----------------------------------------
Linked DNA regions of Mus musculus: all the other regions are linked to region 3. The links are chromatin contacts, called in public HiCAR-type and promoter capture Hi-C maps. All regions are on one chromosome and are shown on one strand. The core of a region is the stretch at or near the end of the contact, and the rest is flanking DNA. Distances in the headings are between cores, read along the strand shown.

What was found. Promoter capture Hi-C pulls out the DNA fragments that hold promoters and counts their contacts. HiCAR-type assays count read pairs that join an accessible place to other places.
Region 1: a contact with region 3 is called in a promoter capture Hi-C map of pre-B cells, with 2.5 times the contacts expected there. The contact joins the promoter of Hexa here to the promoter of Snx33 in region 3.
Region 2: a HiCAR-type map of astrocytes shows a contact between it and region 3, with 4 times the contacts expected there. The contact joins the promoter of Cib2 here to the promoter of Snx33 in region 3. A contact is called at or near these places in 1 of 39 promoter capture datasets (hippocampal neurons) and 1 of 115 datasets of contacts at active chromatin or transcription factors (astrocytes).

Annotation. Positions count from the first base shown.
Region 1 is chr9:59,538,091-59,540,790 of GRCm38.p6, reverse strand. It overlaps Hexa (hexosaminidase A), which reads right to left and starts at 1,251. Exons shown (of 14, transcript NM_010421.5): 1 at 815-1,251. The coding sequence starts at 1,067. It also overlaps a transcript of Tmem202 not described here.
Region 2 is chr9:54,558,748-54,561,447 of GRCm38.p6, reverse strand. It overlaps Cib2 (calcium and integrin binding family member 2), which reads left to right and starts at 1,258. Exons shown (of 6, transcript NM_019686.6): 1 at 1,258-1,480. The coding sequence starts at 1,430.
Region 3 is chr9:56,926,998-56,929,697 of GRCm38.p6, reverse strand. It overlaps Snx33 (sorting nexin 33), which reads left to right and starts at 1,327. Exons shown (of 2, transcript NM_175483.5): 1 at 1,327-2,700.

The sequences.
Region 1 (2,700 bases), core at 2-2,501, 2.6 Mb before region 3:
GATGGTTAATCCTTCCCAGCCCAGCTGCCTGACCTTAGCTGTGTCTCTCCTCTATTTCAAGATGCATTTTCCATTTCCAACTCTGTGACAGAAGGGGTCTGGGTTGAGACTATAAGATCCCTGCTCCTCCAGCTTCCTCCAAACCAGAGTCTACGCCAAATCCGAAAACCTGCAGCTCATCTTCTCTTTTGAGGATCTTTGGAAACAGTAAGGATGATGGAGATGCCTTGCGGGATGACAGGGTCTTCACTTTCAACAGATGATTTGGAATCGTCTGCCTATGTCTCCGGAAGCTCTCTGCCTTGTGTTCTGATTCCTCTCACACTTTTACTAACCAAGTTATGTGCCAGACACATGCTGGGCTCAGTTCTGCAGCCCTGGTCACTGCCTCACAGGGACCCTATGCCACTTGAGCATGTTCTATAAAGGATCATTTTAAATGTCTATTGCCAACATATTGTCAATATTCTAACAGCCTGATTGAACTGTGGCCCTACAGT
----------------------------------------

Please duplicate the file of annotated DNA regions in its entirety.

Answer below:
Linked DNA regions of Mus musculus: all the other regions are linked to region 3. The links are chromatin contacts, called in public HiCAR-type and promoter capture Hi-C maps. All regions are on one chromosome and are shown on one strand. The core of a region is the stretch at or near the end of the contact, and the rest is flanking DNA. Distances in the headings are between cores, read along the strand shown.

What was found. Promoter capture Hi-C pulls out the DNA fragments that hold promoters and counts their contacts. HiCAR-type assays count read pairs that join an accessible place to other places.
Region 1: a contact with region 3 is called in a promoter capture Hi-C map of pre-B cells, with 2.5 times the contacts expected there. The contact joins the promoter of Hexa here to the promoter of Snx33 in region 3.
Region 2: a HiCAR-type map of astrocytes shows a contact between it and region 3, with 4 times the contacts expected there. The contact joins the promoter of Cib2 here to the promoter of Snx33 in region 3. A contact is called at or near these places in 1 of 39 promoter capture datasets (hippocampal neurons) and 1 of 115 datasets of contacts at active chromatin or transcription factors (astrocytes).

Annotation. Positions count from the first base shown.
Region 1 is chr9:59,538,091-59,540,790 of GRCm38.p6, reverse strand. It overlaps Hexa (hexosaminidase A), which reads right to left and starts at 1,251. Exons shown (of 14, transcript NM_010421.5): 1 at 815-1,251. The coding sequence starts at 1,067. It also overlaps a transcript of Tmem202 not described here.
Region 2 is chr9:54,558,748-54,561,447 of GRCm38.p6, reverse strand. It overlaps Cib2 (calcium and integrin binding family member 2), which reads left to right and starts at 1,258. Exons shown (of 6, transcript NM_019686.6): 1 at 1,258-1,480. The coding sequence starts at 1,430.
Region 3 is chr9:56,926,998-56,929,697 of GRCm38.p6, reverse strand. It overlaps Snx33 (sorting nexin 33), which reads left to right and starts at 1,327. Exons shown (of 2, transcript NM_175483.5): 1 at 1,327-2,700.

The sequences.
Region 1 (2,700 bases), core at 2-2,501, 2.6 Mb before region 3:
GATGGTTAATCCTTCCCAGCCCAGCTGCCTGACCTTAGCTGTGTCTCTCCTCTATTTCAAGATGCATTTTCCATTTCCAACTCTGTGACAGAAGGGGTCTGGGTTGAGACTATAAGATCCCTGCTCCTCCAGCTTCCTCCAAACCAGAGTCTACGCCAAATCCGAAAACCTGCAGCTCATCTTCTCTTTTGAGGATCTTTGGAAACAGTAAGGATGATGGAGATGCCTTGCGGGATGACAGGGTCTTCACTTTCAACAGATGATTTGGAATCGTCTGCCTATGTCTCCGGAAGCTCTCTGCCTTGTGTTCTGATTCCTCTCACACTTTTACTAACCAAGTTATGTGCCAGACACATGCTGGGCTCAGTTCTGCAGCCCTGGTCACTGCCTCACAGGGACCCTATGCCACTTGAGCATGTTCTATAAAGGATCATTTTAAATGTCTATTGCCAACATATTGTCAATATTCTAACAGCCTGATTGAACTGTGGCCCTACAGT